The indigenous breeds which exist in Zimbabwe today, the Mashona, Nkone and Tuli have developed from this original stock. As might be expected there are close genetic similarities, especially between the Mashona and Nkone, but surveys of transferring types and estimated hemoglobin gene frequencies from herds throughout the century have shown that animals do in fact all in fact fall into distinct breed groups. It can be speculated, however that all the original genotypes must have been Mashonas.

Mashona cattle grazing in a field.




Figure 2. Image provided by American Mashona.




The Nkone cattle have descended from the cattle belonging to the a'Mandebele tribe which settled in Matebeleland in 1838. The largest concentrations of these animals are found in the Gwaii and neighboring communal areas in the western part of Zimbabwe. A small breeding herd was established at Tjolotjo, approximately 130 km northwest of Bulawayo in 1946, and this subsequently grew to become the main center of research and developed of the breed. A second herd was established at Msengenzi Experiment Farm in the Makwiro district of Mashonaland in 1953, and the Nkone Cattle Club was established with a number of commercial breeders in the early 1960's.


In 1942, Mr. Len Harvey, who was a land development officer, noticed a distinct yellow type of animal in the indigenous herds in the low veld south of Gwanda. Government subsequently decided to purchase some of these cattle to see if the type could be improved, and established the Lowveld Cattle Breeding Station with Mr. Harvey as Officer-in-Charge. This became the center of work on the breed and became known as the Tuli Breeding Station. Commercial breeders became interested in the breed and an official Breed Society was informed in 1961.


Prior to 1890, Thomas Baines, the explorer and big game hunter, recorded that he obtained "two little cows which being from Mashonaland were excellent milkers." However, probably the first serious written record on Mashona cattle was contained in a letter written by a member of the Pioneer Column, Mr. Jack Carruthers Smith, to Mr. Frank Willoughby. In it, he wrote:


"My first experience of Mashona cattle was in the beginning of 1891 until the end of March 1897, when I left for Bulawayo in Matabeleland. I considered Mashona cattle a distinctive breed of their own. They were a very small breed, with very small and fine bone, very compact. They had lovely symmetrical horns. I should think about 70 percent of the cattle were jet black, 25 to 27 percent dark red, perhaps 1,5 percent dark yellow, probably 1 percent dun colored. Amongst the black, there was perhaps 1 or 2 percent hornless and in the red an odd hornless beast.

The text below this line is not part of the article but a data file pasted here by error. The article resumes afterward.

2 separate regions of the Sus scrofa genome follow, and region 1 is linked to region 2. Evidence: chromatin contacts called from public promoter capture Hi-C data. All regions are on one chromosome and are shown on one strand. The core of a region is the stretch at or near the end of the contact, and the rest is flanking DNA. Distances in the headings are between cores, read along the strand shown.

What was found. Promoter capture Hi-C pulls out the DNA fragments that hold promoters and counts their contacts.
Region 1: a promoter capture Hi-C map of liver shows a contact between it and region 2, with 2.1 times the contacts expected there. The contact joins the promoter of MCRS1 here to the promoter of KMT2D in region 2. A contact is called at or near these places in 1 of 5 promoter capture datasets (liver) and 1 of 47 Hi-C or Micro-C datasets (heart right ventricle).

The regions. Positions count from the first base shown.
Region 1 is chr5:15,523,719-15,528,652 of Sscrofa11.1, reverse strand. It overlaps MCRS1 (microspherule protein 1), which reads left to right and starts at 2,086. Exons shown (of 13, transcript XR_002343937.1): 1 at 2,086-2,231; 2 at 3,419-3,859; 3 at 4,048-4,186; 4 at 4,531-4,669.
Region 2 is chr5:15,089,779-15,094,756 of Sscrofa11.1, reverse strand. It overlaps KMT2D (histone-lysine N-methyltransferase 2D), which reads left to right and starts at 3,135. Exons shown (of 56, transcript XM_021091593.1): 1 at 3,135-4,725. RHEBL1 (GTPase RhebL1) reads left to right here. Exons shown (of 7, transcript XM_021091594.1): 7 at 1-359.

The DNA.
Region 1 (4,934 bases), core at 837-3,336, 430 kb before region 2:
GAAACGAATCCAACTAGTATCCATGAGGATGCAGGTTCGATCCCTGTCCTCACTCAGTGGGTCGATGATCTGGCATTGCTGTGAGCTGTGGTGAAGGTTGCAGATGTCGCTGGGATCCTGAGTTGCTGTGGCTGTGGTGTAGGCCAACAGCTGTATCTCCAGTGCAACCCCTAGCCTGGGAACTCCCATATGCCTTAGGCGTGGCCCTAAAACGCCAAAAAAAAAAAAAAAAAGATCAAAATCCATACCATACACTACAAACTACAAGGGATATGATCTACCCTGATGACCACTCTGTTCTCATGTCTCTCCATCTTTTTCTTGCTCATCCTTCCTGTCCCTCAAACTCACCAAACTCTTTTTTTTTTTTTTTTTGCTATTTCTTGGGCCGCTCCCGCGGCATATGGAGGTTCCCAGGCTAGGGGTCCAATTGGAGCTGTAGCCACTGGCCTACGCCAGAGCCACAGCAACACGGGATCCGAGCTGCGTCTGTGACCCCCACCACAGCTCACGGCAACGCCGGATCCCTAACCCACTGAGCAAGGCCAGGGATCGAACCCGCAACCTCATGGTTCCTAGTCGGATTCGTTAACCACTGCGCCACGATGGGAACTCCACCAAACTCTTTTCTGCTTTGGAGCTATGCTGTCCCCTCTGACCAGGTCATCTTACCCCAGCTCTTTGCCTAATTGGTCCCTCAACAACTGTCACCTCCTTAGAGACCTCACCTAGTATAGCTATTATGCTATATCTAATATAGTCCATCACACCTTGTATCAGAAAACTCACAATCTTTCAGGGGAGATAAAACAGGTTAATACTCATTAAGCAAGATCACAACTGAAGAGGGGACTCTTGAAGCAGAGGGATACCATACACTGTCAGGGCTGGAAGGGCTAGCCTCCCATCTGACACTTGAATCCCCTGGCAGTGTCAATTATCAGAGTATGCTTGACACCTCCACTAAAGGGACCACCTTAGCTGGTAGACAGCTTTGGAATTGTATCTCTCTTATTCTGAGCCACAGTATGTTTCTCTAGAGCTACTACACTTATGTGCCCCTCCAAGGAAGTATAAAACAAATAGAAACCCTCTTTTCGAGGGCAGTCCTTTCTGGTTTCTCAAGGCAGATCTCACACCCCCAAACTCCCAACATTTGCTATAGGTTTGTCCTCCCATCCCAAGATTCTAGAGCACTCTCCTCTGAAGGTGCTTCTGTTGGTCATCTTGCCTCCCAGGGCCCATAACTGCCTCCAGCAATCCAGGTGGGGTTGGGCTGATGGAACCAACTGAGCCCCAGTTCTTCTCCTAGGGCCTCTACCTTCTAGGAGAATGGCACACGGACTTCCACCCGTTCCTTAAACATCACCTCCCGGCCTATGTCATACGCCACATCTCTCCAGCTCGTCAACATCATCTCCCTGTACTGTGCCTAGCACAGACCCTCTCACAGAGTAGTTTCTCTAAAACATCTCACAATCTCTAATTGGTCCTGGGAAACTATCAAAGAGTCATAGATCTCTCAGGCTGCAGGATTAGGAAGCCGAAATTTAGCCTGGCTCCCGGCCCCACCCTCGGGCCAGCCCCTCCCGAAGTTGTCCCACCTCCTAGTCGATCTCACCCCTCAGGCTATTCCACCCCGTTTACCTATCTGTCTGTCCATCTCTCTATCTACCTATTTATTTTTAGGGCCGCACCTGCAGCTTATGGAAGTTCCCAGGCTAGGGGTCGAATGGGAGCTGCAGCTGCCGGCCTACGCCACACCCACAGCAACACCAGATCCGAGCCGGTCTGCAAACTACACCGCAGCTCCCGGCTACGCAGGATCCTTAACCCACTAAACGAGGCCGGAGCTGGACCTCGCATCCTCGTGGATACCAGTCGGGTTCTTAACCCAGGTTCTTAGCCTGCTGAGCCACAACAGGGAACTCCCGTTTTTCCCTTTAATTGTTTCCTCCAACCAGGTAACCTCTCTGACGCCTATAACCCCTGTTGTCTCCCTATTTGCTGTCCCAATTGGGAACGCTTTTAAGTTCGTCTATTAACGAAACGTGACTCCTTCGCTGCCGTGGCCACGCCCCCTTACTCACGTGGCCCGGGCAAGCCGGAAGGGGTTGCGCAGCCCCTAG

The true Mashona, as I remember it, had very short legs, bone very fine, a long thin tail, with a bush at the end of it, not unlike the bush on a lion's tail. 


To the beast of my memory, the pure bred little Mashona gave 1 1/2 to 2 bottles of milk, at a milking. 


I might add that the hair on the Mashona cattle was very short and simply shone, when in perfect condition, which in the early 1890's they generally were." 


Meanwhile, in 1941, some forty years after these early recordings, and independently of each other, two dedicated men, Mr. F.B. Willoughby and Mr. E.A.B. McLeod began building up herds of indigenous cattle in Mashonaland. They visited dip-tanks in various remote communal areas and bought up animals which conformed to the characteristics which they had fixed in their minds. Mr. Willoughby obtained many of his foundation stock in the Chilimanzi and Buhera Communal lands. One polled bull in particular, which, as a three-month-old calf, walked the 200 miles from Buhera to Ellerton Farm, had a tremendous influence on the future Mashona breed. Mr. McLeod bought most of his original animals in the Mhonondoro area. He trekked them first to Gokwe and then to Essexvale as he was transferred, finally buying a farm in the latter district. He obtained some polled bulls from Ellerton and by small, black, hornless cattle of considerable hardiness and docility. The Ellerton herd was larger and more broadly based and although predominantly black, managed to perpetuate most of the color and color patterns of the native stock. Here again selection was based strictly upon the most desirable functional characteristics of the indigenous cattle, and over the years a remarkably productive herd was achieved.


The enthusiasm of these two men led to the founding of the Rhodesian Indigenous Cattle Society on the 16th of January, 1950, with Mr. Willoughby becoming the first President and Mr. McLeod as honorary secretary. A few years later the name was changed to the more specific Mashona Cattle Society.


The vision and enterprise of Messrs. Willoughby and McLeod have been more than justified, and while the breed today has a much broader genetic base than either may ever have visualized, their original bloodlines still run very strong in the modern Mashona.




Genus Bos: Cattle Breeds of the World, 1985, MSO-AGVET (Merck & Co., Inc.), Rahway, N.J.


Mason, I.L. 1996. A World Dictionary of Livestock Breeds, Types and Varieties. Fourth Edition. C.A.B International. 273 pp.


Jim Weaver, Weaver Ranch, P.O. Box 23, Causey, New Mexico 88113